The purpose of the amendments is to respond to some of the major concerns raised during the debate and to ensure that the CWB is well positioned to continue as a reliable, responsive single desk seller of Canadian wheat and barley in the years ahead.
Our objective is to build on the proven strengths of our existing marketing system while enhancing its accountability, improving its responsiveness to changing producer needs and opportunities, providing more flexibility and faster cashflows, and minimizing future complications in international trade.
We are taking action on all of the points raised by the panel with regard to the accountability of the Canadian Wheat Board. As the minister responsible for the wheat board has explained, under the legislation the current commissioner structure of management would be replaced by a part-time 15 member board of directors.
It would be comprised of ten producer elected representatives and five government appointees including a full-time president. Both the chief executive officer and the full-time president would be responsible for the day to day operations of the board.
The CWB status as an agent of the crown and crown corporation would end when the new board of directors assumes office. The Canadian Wheat Board Advisory Committee would be terminated when deemed appropriate by the minister responsible for the wheat board but not before the end of its current mandate at the end of 1998.
The changes in the bill would also allow the Canadian Wheat Board to offer farmers more options in terms of pricing and timing of payment for their grain and provide it with greater flexibility in the way it acquires grain. At the same time the amendments leave intact the basic principles of single desk selling.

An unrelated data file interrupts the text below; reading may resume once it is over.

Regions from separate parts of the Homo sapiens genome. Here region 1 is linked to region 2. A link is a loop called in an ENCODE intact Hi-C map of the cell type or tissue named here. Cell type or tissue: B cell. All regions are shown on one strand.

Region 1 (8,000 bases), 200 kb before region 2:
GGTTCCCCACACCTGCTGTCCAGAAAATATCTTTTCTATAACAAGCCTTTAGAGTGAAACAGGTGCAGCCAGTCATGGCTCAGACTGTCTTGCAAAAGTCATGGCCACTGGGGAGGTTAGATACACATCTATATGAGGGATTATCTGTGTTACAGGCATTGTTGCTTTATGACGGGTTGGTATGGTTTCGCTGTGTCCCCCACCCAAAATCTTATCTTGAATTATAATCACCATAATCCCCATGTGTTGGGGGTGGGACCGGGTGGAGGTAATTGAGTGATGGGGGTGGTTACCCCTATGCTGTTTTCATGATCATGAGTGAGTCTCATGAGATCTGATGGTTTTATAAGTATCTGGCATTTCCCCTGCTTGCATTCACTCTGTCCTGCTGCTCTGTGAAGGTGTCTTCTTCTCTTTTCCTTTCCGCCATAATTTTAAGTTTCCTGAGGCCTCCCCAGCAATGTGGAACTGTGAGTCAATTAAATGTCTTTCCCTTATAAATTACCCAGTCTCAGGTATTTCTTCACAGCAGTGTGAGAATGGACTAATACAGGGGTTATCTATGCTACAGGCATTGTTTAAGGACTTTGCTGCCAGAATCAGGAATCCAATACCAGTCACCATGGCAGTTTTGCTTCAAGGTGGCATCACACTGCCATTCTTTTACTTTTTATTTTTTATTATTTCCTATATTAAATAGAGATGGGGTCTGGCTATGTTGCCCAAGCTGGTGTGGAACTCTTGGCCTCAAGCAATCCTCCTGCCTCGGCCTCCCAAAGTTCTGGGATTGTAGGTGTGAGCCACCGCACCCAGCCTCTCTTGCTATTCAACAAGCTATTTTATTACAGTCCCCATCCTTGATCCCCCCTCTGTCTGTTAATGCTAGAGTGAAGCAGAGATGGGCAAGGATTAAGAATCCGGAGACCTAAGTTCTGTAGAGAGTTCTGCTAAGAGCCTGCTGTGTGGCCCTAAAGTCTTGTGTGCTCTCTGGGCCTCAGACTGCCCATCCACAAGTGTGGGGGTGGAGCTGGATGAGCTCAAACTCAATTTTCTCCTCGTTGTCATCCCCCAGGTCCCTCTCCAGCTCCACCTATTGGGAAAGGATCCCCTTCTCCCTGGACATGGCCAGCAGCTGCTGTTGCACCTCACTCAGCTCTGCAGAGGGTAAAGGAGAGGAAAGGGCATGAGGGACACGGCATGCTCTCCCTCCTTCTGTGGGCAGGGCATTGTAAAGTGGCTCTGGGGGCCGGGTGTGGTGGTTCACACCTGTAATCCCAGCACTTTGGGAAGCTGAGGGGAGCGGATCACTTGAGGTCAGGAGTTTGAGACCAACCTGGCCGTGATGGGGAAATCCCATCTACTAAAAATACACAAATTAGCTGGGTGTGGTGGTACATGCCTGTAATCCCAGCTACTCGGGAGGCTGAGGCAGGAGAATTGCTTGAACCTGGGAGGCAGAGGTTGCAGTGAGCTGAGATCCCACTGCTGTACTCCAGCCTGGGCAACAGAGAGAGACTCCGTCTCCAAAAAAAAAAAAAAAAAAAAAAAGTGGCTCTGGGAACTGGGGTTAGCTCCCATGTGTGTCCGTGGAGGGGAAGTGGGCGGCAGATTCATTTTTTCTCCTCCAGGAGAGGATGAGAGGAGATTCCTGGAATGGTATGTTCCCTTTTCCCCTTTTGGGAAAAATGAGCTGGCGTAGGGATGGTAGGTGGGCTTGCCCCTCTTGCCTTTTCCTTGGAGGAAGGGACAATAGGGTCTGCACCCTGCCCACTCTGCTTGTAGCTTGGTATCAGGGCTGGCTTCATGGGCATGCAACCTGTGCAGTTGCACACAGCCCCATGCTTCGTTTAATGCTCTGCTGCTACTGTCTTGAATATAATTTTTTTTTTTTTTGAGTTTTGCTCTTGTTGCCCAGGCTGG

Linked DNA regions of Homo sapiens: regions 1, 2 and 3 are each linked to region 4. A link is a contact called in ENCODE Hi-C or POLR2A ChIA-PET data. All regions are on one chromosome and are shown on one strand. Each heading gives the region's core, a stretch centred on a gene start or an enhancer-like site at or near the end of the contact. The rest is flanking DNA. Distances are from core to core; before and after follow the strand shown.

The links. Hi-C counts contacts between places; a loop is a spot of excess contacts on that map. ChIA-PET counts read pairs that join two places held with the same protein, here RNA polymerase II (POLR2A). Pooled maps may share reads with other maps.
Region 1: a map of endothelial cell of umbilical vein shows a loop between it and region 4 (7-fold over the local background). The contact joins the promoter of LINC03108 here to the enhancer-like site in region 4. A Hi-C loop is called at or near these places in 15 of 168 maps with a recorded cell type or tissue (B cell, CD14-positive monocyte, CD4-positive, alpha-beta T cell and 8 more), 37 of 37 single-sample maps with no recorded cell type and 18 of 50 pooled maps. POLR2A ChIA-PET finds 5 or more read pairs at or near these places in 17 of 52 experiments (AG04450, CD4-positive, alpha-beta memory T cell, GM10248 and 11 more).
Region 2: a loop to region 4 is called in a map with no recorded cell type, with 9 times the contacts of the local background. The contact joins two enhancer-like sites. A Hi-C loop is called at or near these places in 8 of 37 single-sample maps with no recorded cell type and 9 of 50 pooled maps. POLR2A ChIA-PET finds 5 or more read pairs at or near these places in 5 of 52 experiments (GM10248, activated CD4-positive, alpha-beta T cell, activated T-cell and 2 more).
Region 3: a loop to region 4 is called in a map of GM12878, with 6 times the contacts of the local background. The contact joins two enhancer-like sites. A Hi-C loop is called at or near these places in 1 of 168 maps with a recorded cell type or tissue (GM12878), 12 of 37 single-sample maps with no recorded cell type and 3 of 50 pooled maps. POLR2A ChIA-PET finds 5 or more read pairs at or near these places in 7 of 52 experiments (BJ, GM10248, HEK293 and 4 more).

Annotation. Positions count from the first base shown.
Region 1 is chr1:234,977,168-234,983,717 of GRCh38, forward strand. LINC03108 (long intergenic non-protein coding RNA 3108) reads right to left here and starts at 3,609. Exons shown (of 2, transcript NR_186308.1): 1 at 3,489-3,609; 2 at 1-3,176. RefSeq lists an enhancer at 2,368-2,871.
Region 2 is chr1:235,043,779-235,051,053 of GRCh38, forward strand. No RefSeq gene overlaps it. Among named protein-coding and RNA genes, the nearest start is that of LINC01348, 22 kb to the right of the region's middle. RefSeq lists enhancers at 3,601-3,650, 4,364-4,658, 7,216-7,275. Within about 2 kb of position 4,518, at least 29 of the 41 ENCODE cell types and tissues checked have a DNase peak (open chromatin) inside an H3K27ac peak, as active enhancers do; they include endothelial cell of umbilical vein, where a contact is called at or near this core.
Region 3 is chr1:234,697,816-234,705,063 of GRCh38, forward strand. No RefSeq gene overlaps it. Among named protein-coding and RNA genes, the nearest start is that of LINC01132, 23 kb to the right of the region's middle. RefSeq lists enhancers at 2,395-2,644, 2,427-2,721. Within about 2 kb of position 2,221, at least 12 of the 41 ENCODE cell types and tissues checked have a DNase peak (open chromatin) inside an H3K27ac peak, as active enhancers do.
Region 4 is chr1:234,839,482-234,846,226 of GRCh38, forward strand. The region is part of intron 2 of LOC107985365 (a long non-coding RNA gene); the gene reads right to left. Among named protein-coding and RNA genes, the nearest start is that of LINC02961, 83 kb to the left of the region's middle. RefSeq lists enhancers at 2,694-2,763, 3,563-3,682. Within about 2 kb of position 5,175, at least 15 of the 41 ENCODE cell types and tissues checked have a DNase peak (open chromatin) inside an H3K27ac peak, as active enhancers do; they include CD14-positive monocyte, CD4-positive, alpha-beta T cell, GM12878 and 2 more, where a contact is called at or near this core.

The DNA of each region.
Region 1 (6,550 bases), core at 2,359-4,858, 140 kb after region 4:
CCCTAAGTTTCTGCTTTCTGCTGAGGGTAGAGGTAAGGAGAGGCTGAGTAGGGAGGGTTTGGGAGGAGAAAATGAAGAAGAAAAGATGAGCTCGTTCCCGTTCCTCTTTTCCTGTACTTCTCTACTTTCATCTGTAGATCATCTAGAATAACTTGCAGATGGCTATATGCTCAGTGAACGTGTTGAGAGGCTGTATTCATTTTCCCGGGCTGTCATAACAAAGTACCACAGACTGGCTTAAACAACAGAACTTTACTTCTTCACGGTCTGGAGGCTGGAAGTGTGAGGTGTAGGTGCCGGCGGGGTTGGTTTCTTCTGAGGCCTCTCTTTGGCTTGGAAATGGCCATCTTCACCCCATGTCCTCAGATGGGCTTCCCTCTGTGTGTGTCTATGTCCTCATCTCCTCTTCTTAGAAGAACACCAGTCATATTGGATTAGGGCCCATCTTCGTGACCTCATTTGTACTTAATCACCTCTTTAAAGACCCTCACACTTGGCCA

The legislation also includes provisions for adding additional grains to the marketing mandate of the Canadian Wheat Board. I want opposition members to listen to the process that has to take place. In such a case the request would first have to come from a recognized commodity group and the board of directors would have to recommend the inclusion. Then a vote on the inclusion by the producers of that grain would also have to be held. There are a number of steps. After that the changes to the marketing mandate of the Canadian Wheat Board could then be made through an order in council.
The amendments in the bill would also give the board of directors the power to exclude specific types, classes or varieties of wheat or barley from exclusive Canadian Wheat Board jurisdiction in the domestic or export market. This authority would be exercised only upon the recommendation of the board of directors. There would have to be assurances from the Canadian Grain Commission that the necessary quality control measures were in place to avoid co-mingling of grains.